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The Schizophonics Can’t Stop the Hustle

The band hits the road to tour their fourth album this September for their first stateside show in more than two years
Jennifer McCarthy


Jennifer McCarthy

Pat Beers doesn’t overcomplicate things when talking about his band, The Schizophonics. From their origins back in 2009, they’ve had a pretty simple and direct mission: “It’s just a party,” he says.

Anyone who’s witnessed their sweat-drenched performances will immediately understand. Renowned both in San Diego and in cities across the globe as a fiery live act, The Schizophonics never let the energy level slip while onstage, from the constant uptempo drive of their bluesy garage rock to Beers’ frenetic and animated presence. They’re the hardest working band in San Diego, and the payoff is a reminder of just how much fun a live rock ‘n’ roll show can be.

The Schizophonics’ fourth album, Hoof It—out September 2 via Pig Baby Records—bottles that live energy better than any prior recording. But there’s a certain irony in that, considering it’s their first post-pandemic set of songs, one that didn’t have the benefit of road-testing before they recorded them, since lockdown restrictions for nearly two years made that a non-starter. Though The Schizophonics are typically a trio—featuring Bryan Reilly on bass—guitarist Pat Beers and drummer Lety Beers (who are married) instead recorded it as a duo in early 2021 after breaking through an uninspired Covid malaise.

Despite having to rethink their approach, the result is as furious a set of rock music as they’ve ever released, one that finds the band coming out the other end of a live drought with seemingly more drive and urgency than ever.

“It’s always hard to capture the energy of a live show on a record and we’ve gotten some good feedback,” Lety says. “We have friends who’ve listened to all the records and they’ll say it’s their favorite so far.”

By the time most audiences hear these songs, however, they will have already evolved into something new, Pat adds.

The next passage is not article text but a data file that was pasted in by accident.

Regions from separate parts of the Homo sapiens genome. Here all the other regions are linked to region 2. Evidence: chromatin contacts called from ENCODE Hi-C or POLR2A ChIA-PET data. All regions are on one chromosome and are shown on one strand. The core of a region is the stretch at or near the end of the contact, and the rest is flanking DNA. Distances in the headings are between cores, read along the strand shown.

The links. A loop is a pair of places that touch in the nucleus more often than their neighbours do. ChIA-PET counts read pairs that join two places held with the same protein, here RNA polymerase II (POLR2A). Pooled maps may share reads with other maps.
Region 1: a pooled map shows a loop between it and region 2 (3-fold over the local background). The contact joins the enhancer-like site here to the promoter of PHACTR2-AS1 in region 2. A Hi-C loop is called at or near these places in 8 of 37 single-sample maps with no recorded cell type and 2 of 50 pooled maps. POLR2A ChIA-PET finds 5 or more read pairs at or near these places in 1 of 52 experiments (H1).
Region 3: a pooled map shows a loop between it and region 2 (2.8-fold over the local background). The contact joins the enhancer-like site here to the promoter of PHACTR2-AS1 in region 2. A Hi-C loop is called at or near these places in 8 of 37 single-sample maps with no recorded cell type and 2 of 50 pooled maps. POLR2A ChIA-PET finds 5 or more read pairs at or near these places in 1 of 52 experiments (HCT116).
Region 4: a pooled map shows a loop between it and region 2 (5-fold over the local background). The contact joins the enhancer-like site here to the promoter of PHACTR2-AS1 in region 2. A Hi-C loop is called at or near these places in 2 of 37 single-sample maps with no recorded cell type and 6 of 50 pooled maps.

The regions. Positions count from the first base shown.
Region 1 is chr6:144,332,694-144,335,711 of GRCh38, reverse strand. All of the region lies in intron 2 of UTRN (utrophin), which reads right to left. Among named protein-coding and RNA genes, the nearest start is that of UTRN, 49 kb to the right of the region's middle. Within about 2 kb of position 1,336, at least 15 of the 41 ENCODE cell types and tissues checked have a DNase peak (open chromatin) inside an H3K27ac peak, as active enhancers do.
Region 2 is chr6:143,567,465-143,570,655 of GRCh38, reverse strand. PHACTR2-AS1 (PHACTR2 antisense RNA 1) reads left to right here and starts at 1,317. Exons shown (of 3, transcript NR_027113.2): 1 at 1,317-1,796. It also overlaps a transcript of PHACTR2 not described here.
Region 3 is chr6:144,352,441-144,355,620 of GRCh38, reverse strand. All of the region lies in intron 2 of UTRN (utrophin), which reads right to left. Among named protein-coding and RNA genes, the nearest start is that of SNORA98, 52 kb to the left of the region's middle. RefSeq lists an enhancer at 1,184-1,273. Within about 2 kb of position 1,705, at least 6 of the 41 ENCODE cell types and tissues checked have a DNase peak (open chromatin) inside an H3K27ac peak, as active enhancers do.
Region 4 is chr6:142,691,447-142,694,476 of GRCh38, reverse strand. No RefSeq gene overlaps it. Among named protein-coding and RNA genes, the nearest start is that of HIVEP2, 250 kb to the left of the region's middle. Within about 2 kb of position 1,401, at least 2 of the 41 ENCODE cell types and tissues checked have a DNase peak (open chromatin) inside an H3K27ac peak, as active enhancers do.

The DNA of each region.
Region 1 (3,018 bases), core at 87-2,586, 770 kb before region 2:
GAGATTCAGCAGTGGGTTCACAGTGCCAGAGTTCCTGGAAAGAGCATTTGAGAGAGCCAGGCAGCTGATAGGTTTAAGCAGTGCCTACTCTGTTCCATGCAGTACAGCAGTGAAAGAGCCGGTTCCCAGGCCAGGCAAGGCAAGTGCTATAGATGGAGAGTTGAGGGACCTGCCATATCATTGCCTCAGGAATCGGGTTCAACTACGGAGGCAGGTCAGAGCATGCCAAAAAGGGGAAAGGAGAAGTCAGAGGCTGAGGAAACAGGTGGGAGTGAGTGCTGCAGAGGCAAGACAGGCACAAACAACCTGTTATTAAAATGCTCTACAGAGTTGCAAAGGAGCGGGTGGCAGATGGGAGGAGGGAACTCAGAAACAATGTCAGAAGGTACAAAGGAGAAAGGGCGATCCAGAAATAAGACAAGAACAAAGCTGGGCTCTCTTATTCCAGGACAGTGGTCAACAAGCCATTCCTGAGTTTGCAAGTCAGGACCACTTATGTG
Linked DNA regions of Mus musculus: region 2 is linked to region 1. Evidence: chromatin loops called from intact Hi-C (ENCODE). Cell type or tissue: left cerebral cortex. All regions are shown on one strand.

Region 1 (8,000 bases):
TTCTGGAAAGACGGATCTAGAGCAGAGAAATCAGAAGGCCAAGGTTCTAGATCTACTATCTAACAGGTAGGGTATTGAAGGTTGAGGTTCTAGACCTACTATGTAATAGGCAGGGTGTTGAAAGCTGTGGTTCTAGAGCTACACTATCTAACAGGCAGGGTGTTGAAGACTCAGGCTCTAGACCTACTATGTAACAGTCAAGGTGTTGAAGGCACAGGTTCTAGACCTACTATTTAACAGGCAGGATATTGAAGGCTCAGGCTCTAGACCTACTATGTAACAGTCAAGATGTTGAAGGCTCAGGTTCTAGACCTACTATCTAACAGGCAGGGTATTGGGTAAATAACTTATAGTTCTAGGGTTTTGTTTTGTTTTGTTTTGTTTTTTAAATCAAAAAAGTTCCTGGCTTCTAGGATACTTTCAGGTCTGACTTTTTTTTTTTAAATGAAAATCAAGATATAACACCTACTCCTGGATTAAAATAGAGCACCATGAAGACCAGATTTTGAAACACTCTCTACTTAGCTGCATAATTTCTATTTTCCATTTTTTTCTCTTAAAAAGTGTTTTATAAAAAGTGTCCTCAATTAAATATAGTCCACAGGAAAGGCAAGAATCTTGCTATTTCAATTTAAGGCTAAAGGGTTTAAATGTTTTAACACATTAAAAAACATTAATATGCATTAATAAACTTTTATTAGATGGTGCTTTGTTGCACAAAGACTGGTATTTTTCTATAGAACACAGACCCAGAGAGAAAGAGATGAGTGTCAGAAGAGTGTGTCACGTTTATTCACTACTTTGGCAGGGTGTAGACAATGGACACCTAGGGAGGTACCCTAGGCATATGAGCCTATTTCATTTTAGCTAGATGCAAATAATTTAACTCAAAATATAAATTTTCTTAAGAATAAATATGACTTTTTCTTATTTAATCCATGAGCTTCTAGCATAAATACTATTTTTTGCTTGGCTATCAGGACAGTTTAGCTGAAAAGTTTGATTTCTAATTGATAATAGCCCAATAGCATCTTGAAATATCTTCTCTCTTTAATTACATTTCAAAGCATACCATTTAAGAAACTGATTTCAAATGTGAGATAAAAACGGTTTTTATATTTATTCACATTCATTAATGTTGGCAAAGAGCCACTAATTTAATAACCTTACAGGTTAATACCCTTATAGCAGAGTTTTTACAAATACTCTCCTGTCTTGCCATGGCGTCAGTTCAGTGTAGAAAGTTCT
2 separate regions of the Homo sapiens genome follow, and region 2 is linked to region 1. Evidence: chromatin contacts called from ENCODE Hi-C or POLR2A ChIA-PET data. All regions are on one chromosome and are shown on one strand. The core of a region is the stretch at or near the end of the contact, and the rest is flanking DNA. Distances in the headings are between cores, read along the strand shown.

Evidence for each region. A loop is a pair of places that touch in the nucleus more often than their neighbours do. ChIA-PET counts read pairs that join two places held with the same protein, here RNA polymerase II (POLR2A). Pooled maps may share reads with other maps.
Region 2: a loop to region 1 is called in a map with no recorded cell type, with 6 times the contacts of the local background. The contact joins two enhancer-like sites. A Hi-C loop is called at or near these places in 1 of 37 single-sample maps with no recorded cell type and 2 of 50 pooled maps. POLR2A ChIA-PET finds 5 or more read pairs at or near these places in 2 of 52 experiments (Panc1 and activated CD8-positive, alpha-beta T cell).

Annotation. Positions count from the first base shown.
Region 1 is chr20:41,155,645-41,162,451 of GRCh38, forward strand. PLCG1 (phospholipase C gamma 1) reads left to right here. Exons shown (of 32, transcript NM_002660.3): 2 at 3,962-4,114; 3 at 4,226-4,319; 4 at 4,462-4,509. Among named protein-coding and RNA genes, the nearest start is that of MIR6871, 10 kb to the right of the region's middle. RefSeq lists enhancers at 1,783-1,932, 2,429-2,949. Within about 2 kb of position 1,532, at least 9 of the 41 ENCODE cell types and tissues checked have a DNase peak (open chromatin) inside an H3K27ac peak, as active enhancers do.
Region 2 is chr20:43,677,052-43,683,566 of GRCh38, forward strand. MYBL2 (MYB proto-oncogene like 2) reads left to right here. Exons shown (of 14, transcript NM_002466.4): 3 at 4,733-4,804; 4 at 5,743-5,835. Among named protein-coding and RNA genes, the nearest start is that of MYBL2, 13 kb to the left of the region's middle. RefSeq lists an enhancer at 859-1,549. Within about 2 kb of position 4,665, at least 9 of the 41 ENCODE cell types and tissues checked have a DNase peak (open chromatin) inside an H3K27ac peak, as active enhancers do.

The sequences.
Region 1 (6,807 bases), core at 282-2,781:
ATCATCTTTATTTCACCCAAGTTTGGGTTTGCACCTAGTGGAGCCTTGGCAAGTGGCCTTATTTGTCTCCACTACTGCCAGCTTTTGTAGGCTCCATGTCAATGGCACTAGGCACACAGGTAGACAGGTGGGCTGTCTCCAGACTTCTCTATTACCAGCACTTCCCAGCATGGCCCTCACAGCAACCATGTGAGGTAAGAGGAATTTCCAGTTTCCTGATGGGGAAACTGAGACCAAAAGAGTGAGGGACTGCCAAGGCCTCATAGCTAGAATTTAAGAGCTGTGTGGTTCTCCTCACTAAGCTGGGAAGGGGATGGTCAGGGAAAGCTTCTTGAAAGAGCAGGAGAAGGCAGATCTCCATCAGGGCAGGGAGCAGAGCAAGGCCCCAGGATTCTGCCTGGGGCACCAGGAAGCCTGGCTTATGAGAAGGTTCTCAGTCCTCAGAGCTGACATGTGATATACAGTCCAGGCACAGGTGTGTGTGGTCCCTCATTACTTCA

“We didn’t play the songs live before we recorded them,” he says. “In the past we’d play them at 100 shows before we recorded them. We captured them right as we were making them, so now they sound totally different.”

Next month, the band will make their way around the U.S. to support the album, marking their first stateside tour in over two years. Earlier this summer they wrapped up a tour of Europe, where audiences were first treated to their raucous presence eight years ago on tour with local legend El Vez. Since then, they’ve made regular trips across the Atlantic, some of their most loyal fans being in Spain and France. They’ve built up something of a worldwide community through their music, and simply seeing familiar faces and getting to know some new ones is part of why they keep up the hustle.

“We’re super social and we’re always out in the crowd,” Lety says. “You know how it is when you go to The Casbah and you see all your homies. We have little hubs like that all over the place. That’s why I like touring so much, because it’s like ‘we get to go here and see this little group of friends’.”

The Schizophonics are still largely the same band that they were when they began, at least in aesthetic, though they’re quick to point out that they’ve tightened up and sharpened their skills since first playing in local dive bars more than a decade ago. Lety says she’s become more technically adept in her playing since then, while Pat is always aiming to be a better showman.

“I’ve made a conscious effort to be more of an old-school entertainer,” he says. “When I started it was just a drunken freakout. There was no rhyme or reason to it.”

But even after nearly a decade, The Schizophonics haven’t changed all that drastically. If the audience is on their feet and moving, then they’ve pulled off the very thing they set out to do.

“The main goal is physical,” Pat says. “The whole show is pretty much dancing from start to finish.”

By Jeff Terich

Jeff Terich is the music critic behind the blog The Setlist. His writing has been published in Stereogum, Bandcamp Daily, American Songwriter, Fodor's and Vinyl Me Please.

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